Bringing a Message of Hope, Refugee Olympic Team Will Compete at 2020 Games | Sports Destination Management

Bringing a Message of Hope, Refugee Olympic Team Will Compete at 2020 Games

Dec 12, 2018 | By: Michael Popke

Responding to the global refugee crisis — and leveraging an opportunity to further its original mission of conveying hope and solidarity — the International Olympic Game recently approved the establishment of a Refugee Olympic Team that will compete at the 2020 Summer Games in Tokyo.

“In an ideal world, we would not need to have a Refugee Team at the Olympic Games,” IOC President Thomas Bach said in a statement. “But, unfortunately, the reasons why we first created a Refugee Olympic Team before the Olympic Games Rio 2016 continue to persist. We will do our utmost to welcome refugee athletes and give them a home and a flag in the Olympic Village in Tokyo with all the Olympic athletes from 206 National Olympic Committees. This is the continuation of an exciting, human and Olympic journey, and a reminder to refugees that they are not forgotten.”  

In 2015, the IOC formed the first-ever Refugee Olympic Team, which featured 10 athletes chosen from a pool of more than 40 potential candidates with United Nations-verified refugee status. They originally hailed from Ethiopia, South Sudan, Syria and the Democratic Republic of the Congo, and they competed under the Olympic flag.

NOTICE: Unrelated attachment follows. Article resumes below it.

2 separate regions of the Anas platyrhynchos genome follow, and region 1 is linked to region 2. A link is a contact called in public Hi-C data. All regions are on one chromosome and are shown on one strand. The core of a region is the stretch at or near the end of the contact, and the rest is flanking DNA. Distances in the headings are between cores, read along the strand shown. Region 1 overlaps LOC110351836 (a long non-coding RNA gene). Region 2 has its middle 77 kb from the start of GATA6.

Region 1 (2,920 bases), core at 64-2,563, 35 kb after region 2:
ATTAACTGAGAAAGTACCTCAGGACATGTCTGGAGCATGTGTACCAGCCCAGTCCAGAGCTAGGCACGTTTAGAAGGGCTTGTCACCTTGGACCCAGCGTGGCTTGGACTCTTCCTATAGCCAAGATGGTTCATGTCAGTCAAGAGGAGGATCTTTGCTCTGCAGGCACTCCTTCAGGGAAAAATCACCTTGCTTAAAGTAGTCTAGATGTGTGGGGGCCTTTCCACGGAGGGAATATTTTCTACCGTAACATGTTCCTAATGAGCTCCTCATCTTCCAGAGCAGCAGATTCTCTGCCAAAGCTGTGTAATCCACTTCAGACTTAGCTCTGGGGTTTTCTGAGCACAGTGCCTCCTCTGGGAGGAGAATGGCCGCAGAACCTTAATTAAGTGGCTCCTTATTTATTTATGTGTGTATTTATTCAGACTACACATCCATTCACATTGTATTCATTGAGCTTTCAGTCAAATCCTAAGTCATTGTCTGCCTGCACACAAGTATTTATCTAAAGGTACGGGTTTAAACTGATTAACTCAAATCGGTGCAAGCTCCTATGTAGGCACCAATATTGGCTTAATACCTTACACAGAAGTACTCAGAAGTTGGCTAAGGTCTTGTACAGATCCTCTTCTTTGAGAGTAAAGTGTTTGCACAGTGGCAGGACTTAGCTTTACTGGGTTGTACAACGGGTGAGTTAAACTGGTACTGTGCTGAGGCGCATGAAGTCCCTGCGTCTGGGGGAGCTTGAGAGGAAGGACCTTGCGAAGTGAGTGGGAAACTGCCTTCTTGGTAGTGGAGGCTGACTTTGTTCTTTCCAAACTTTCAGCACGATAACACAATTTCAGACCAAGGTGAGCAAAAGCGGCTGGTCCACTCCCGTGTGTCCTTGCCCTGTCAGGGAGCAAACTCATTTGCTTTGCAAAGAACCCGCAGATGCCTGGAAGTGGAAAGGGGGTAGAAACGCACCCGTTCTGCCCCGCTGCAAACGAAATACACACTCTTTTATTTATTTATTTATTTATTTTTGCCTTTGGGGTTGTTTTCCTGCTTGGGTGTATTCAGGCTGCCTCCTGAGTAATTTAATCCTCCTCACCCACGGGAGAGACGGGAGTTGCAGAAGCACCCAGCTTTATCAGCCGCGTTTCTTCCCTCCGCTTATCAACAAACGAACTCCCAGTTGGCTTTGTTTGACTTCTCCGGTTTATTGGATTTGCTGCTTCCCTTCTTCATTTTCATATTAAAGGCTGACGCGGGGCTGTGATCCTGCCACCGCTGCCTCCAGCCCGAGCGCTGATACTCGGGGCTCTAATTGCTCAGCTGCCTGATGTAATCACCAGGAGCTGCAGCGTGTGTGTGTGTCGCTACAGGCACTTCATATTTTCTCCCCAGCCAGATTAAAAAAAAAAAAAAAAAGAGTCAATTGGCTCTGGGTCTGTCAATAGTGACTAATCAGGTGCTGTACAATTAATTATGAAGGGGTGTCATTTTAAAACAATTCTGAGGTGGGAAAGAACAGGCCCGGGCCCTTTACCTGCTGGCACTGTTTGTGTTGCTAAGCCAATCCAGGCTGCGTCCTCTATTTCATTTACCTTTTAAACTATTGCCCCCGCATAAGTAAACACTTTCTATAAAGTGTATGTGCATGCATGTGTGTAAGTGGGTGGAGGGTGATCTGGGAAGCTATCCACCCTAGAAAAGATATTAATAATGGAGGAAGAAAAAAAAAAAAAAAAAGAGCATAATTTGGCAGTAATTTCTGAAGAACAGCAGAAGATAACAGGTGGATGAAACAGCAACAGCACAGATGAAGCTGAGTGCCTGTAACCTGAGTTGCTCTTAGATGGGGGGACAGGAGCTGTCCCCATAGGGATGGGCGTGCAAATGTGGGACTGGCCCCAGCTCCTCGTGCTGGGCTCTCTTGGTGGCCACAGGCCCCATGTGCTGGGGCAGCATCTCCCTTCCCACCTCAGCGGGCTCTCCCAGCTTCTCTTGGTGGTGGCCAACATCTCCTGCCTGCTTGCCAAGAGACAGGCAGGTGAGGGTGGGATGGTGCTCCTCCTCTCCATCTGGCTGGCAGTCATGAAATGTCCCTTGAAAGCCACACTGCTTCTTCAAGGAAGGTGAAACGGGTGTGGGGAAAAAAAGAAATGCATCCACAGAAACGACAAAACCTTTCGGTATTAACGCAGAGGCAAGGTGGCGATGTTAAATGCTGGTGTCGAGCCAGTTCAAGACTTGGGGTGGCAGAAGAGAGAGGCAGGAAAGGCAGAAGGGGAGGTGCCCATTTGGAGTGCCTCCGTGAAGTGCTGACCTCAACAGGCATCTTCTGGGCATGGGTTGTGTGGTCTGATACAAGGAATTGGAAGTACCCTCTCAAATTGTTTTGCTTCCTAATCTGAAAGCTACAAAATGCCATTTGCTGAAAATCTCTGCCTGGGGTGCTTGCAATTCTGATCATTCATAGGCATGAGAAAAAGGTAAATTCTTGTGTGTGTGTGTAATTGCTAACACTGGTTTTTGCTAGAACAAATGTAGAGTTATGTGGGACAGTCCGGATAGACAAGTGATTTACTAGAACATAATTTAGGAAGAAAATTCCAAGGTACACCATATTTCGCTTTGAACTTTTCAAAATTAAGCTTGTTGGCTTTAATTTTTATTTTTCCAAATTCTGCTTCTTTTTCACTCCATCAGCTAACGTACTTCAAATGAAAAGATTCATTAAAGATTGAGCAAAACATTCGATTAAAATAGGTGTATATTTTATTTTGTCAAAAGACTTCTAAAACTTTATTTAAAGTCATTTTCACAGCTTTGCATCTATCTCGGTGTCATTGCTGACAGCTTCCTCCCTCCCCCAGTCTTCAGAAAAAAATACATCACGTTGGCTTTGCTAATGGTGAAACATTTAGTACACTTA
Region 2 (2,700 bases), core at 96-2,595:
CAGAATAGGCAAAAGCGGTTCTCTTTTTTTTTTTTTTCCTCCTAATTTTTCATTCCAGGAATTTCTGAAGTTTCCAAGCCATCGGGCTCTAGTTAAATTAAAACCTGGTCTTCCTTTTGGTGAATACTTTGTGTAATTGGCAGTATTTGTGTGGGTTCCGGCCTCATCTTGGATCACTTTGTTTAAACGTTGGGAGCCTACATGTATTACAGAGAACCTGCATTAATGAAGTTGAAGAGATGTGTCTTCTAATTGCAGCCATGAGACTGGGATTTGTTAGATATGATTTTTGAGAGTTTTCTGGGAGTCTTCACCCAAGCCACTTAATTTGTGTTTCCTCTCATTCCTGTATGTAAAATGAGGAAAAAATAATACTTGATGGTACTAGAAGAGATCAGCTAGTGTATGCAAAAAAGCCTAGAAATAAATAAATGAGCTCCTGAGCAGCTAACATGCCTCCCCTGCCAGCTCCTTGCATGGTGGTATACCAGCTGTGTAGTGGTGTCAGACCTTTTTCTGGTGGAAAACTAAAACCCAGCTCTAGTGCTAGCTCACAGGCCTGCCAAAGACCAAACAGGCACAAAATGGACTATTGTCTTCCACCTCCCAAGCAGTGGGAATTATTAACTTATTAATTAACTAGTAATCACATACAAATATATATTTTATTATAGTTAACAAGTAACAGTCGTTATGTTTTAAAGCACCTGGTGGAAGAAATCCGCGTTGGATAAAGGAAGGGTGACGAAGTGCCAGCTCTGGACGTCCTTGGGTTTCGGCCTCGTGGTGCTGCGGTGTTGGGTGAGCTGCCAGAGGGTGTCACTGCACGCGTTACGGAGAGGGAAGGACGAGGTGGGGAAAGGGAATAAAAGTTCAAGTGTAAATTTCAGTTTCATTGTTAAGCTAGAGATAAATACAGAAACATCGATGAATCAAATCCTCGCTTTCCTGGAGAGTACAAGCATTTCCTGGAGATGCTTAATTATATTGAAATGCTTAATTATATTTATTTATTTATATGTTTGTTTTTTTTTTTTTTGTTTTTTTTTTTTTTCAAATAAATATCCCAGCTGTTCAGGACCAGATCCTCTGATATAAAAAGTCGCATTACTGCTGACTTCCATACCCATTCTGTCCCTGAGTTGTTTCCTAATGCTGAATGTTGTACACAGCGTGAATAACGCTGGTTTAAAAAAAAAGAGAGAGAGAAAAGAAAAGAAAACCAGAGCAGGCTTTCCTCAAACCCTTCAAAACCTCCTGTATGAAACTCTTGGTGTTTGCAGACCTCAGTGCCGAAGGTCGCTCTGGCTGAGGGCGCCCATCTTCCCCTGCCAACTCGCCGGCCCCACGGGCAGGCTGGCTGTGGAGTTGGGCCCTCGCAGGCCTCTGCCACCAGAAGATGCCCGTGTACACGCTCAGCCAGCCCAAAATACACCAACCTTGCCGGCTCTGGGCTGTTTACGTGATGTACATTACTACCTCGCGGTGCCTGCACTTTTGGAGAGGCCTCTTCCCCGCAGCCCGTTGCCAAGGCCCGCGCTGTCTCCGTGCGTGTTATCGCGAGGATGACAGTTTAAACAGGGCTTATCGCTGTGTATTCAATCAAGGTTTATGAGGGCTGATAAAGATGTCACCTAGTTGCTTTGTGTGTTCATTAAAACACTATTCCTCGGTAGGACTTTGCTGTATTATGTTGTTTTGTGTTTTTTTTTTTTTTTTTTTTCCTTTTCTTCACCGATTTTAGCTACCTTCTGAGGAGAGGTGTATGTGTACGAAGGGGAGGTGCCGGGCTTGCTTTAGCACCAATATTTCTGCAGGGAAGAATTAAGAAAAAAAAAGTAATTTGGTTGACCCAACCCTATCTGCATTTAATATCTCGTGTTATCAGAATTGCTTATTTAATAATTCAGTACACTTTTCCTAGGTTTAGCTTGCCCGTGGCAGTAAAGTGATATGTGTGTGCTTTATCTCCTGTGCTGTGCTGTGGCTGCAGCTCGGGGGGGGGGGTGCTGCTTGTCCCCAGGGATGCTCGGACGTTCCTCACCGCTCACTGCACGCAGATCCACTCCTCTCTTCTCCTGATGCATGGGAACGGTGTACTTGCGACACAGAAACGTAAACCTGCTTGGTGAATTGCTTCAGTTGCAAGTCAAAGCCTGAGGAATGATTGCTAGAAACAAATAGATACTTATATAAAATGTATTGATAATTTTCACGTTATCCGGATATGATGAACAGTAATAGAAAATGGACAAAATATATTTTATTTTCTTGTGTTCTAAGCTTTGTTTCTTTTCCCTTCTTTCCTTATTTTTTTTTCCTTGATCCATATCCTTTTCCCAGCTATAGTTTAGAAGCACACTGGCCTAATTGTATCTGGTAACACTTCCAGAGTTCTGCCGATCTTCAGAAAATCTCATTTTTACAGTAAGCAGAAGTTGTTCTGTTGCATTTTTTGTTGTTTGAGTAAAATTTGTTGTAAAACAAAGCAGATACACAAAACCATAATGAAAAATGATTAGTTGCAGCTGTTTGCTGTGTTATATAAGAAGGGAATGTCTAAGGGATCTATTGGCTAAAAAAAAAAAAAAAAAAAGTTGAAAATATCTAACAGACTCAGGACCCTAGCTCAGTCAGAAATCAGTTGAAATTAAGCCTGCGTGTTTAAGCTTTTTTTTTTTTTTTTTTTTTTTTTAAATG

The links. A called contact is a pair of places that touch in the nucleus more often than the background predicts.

For 2020, the IOC has more time to build a larger Refugee Olympic Team. Bach told Inside the Games that the committee already has identified more than 50 potential Olympians.

“Last time in Rio, we were under very high time pressure — now we have two years,” he said.

“We have already taken precautions and we have a pool of athletes in place.”

Since the Rio Olympics, the IOC reports that it has continued to support the 10 Refugee Olympians, as well as a number of other refugee athletes across five continents via the Olympic Solidarity Refugee Athlete Support programme. Through scholarships, which come in the form of monthly training grants and fixed competition subsidies, Olympic Solidarity and host National Olympic Committees help the refugee athletes prepare for and participate in national and international competitions.

Despite the feel-good nature of this story, the reality of the situation was not lost on Bach. “There is one unfortunate reason for the creation of this team,” he told Inside the Games. “This is the fact that the reasons we created the first-ever team still persist.”

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